Making the Switch: improving mobility for the Port of Antwerp

On the 11th of October, the starting pistol was fired at the ChainPORT hackathon. What followed was an eventful three days were a team of Cnext’ers mostly worked on mobility for the Port of Antwerp. The result is a highly-personalized app that focuses on carsharing called Switch. By putting the data about employees to work, Switch’s algorithms calculate the optimal route for morning or evening commute via carsharing and switching hubs.

Easy carpooling with Switch

80 percent of the Port of Antwerp employees drive to work all by themselves. That’s good for a whopping 49,010 cars on the road. With our roads getting more and more congested, people start to wonder if they’ll even get to work in the future. Moreover, all those cars exhaust 250,404 tons of CO2. It’s clear something needs to change.

So for the ChainPORT hackathon, we developed Switch, a highly-personalized app that aims to get more people to carpool or use different modes of transportation. When we say personalized, we really mean it. Employees can create a profile and indicate preferences, whether they want a non-smoker, what music taste their co-pilot has, pets, but also which gym or coffee shop they want to pass by on their route. We aim high: our ambition was to remove 30,000 cars from the road each day.

Different pages within the Switch app.

A look at the possible UI of Switch and the profile page.

Multihubs as our foundation

One of the reasons that carsharing isn’t used more, is that it requires a common starting point and hour for the trip. To solve this, we looked at a research study that was done both in California and Germany that used designated hubs to meet up or switch cars or modes of transport. Our first step was then to designate a number of these switching hubs, hence the name of our app, for the employees.

We took the 16,000 records about employees, their work schedule and place of employment, and use that data to plot the different routes possible through mapping and geospatial software QGIS. Next, we let an algorithm, built with Python, look for the most common intersections between the different routes. The code determined the best of those and designated them as our switching hubs. The app used these switches to calculate your commuting route, not only through carsharing but also public transport, bicycles, electric scooters and more.

map of antwerp indicating the possible switching hubs with cirlces

An overview of all the possible switching hubs after a first calculation of the routes.

Based on the data we’ve analysed, we found out that by using multihub switching, the detour time and travelled distance decreases up to 25% when a quarter of the commuters use multihub carpooling compared to regular carpooling.

Quick and useful

Our goal was to get you in the quickest way from A to B through carsharing. To further optimize this we pulled real-time traffic data from various open-source data platforms. When a Switch user requested a route to get to work, the app would take into account current traffic conditions and make a proposal based on that and your preferences such as your favorite designated Switch hub.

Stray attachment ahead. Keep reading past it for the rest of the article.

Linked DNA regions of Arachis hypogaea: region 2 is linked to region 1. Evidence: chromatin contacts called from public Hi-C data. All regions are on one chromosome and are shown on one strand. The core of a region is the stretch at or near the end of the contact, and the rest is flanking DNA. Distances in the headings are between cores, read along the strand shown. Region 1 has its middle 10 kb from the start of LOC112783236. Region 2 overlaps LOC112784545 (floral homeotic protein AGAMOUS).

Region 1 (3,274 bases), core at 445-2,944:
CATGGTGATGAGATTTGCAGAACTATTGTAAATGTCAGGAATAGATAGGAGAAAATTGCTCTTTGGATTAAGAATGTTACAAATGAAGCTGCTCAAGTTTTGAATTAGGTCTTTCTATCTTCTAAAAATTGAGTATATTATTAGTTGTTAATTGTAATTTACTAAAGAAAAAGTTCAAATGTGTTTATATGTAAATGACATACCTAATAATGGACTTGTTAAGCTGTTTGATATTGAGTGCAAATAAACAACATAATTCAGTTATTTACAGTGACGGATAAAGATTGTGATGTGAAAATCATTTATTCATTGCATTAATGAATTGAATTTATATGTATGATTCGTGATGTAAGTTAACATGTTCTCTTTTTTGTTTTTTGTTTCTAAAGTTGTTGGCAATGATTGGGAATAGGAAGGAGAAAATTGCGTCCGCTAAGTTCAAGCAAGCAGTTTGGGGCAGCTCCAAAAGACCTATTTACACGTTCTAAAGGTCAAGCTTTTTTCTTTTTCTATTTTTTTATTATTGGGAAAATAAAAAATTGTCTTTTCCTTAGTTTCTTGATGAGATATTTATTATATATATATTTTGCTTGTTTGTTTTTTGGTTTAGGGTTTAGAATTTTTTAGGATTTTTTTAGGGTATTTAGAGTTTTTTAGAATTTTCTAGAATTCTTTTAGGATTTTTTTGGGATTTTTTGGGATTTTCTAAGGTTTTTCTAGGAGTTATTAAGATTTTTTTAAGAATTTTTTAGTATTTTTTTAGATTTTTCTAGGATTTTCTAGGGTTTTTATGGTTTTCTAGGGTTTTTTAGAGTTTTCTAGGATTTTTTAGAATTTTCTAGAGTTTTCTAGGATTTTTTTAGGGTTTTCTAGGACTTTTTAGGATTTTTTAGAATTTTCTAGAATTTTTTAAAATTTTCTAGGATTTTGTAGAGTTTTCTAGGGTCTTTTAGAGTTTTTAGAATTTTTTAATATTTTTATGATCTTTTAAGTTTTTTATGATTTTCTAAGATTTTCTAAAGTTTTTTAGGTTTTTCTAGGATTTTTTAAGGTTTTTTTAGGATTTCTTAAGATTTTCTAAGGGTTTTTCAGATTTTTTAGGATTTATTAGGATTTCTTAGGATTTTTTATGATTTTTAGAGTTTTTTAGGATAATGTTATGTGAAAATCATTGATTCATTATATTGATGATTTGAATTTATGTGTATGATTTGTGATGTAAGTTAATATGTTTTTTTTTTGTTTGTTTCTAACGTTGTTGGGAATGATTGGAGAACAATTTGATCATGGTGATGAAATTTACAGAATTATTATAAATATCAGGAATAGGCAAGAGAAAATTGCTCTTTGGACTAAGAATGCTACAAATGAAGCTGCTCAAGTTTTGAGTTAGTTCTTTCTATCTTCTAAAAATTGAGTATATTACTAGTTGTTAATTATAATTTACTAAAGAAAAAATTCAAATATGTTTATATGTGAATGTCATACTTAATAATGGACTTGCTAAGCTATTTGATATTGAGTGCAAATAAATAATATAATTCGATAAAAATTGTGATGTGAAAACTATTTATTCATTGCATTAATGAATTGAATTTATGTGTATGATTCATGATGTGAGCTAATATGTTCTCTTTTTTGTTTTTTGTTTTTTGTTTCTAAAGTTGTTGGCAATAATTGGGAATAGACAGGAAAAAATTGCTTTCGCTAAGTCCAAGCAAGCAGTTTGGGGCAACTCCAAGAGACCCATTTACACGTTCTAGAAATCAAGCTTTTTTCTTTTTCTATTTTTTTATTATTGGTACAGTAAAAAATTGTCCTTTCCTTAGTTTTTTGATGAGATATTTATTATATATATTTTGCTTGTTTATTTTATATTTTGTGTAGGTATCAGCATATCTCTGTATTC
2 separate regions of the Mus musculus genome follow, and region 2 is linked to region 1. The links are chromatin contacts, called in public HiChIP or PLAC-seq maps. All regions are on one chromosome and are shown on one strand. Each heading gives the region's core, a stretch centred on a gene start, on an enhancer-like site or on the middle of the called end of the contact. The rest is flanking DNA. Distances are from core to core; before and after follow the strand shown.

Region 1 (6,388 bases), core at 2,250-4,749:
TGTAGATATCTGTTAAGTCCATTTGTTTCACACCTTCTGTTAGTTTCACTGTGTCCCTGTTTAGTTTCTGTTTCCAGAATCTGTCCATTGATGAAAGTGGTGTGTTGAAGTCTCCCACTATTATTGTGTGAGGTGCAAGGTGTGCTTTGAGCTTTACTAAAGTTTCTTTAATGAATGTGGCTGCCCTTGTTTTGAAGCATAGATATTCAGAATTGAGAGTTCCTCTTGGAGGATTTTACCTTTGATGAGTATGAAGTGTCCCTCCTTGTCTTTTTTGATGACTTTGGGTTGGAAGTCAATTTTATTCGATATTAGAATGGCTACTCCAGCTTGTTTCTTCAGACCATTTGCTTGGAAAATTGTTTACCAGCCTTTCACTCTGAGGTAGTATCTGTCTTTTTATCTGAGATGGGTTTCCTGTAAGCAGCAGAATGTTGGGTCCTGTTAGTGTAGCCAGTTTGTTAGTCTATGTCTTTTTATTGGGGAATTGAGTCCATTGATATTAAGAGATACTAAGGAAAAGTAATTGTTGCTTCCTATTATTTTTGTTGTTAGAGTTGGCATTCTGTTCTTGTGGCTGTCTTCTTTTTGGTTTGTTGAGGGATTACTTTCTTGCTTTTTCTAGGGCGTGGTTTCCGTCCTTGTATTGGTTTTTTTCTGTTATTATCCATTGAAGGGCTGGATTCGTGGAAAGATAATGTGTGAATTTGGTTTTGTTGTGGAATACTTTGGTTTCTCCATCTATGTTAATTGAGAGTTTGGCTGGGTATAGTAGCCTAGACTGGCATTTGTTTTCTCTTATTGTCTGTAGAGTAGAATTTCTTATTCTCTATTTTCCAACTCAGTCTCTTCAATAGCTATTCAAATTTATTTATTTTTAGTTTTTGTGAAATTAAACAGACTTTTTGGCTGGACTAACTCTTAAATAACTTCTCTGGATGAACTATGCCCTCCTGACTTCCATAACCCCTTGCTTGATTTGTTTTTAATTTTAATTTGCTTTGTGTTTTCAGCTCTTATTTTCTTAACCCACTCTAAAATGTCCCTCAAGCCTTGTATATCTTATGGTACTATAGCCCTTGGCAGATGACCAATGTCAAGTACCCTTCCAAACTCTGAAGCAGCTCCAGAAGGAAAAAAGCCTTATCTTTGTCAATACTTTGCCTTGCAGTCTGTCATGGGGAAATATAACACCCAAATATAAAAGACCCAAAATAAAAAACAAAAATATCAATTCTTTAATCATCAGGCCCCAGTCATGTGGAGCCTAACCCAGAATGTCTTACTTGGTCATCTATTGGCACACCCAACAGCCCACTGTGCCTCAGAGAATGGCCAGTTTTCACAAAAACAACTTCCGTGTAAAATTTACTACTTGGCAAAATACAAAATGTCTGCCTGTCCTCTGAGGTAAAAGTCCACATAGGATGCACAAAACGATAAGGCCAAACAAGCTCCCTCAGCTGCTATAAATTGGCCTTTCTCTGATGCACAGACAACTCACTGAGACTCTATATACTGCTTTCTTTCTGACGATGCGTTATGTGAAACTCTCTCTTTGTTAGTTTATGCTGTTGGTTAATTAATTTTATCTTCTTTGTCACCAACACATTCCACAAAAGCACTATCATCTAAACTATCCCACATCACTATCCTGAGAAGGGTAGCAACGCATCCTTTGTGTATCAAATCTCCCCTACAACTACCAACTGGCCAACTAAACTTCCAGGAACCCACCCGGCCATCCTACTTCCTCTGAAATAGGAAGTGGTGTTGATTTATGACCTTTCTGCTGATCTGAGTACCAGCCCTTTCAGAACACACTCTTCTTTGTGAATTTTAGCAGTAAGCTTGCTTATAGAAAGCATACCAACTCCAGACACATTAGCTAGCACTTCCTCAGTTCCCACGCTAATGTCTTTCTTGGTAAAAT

Not only did we focus on getting around quickly, we also wanted to make our routes and apps more useful to the users. So we pulled data about the amenities, such as grocery shops, coffee bars or gyms, in the area and made that our basis of choosing the Switch hubs. By doing so, users can add grocery shopping to their route and the app will take that into account when calculating routes.

Talk your way through app

To make the app even more convenient, we used Microsoft’s Cognitive Services to build a chatbot. Instead of typing all your preferences into a box, you can talk with the bot to get your route. You can see our Switch-bot live in action below as our CEO asks for a morning commute at ChainPORT!


Offering the right incentive

Solving mobility isn’t just a technological issue. People are attached to the comfort and freedom of their own car. So to make Switch really work, we had to come up with a way to encourage people to leave the car home. We saw a huge opportunity in a financial reward. People using the app gain ‘carbon credits’ for every kilometer they carshare because they save carbon emissions that way. Consequently, they can spend those credits on different rewards the Port could offer such as gift certificates. Instead of costing you money, the total monthly cost of car ownership is 590 euros in Belgium, your commute makes money.

The Port of Antwerp actually gains money

While this might seem to just cost the Port money, increasing the users of Switch actually saves on costs. For instance, there are less costs on mileage from company cars and less is spent on parking space and fees. Most importantly, however, wait time for transport trucks. Now this costs on average 50 euros per hour for every truck that has to wait in the harbor. Reducing congestion and amount of cars in the port also reduces the time and costs for trucks stuck in traffic. Moreover, it will allow for a larger volume of trucks without having to make heavy investments into road infrastructure. Our calculations estimate that the Port could save up to 22 million euros a year through wait time reduction and capacity increase.

All build on the Microsoft AI platform

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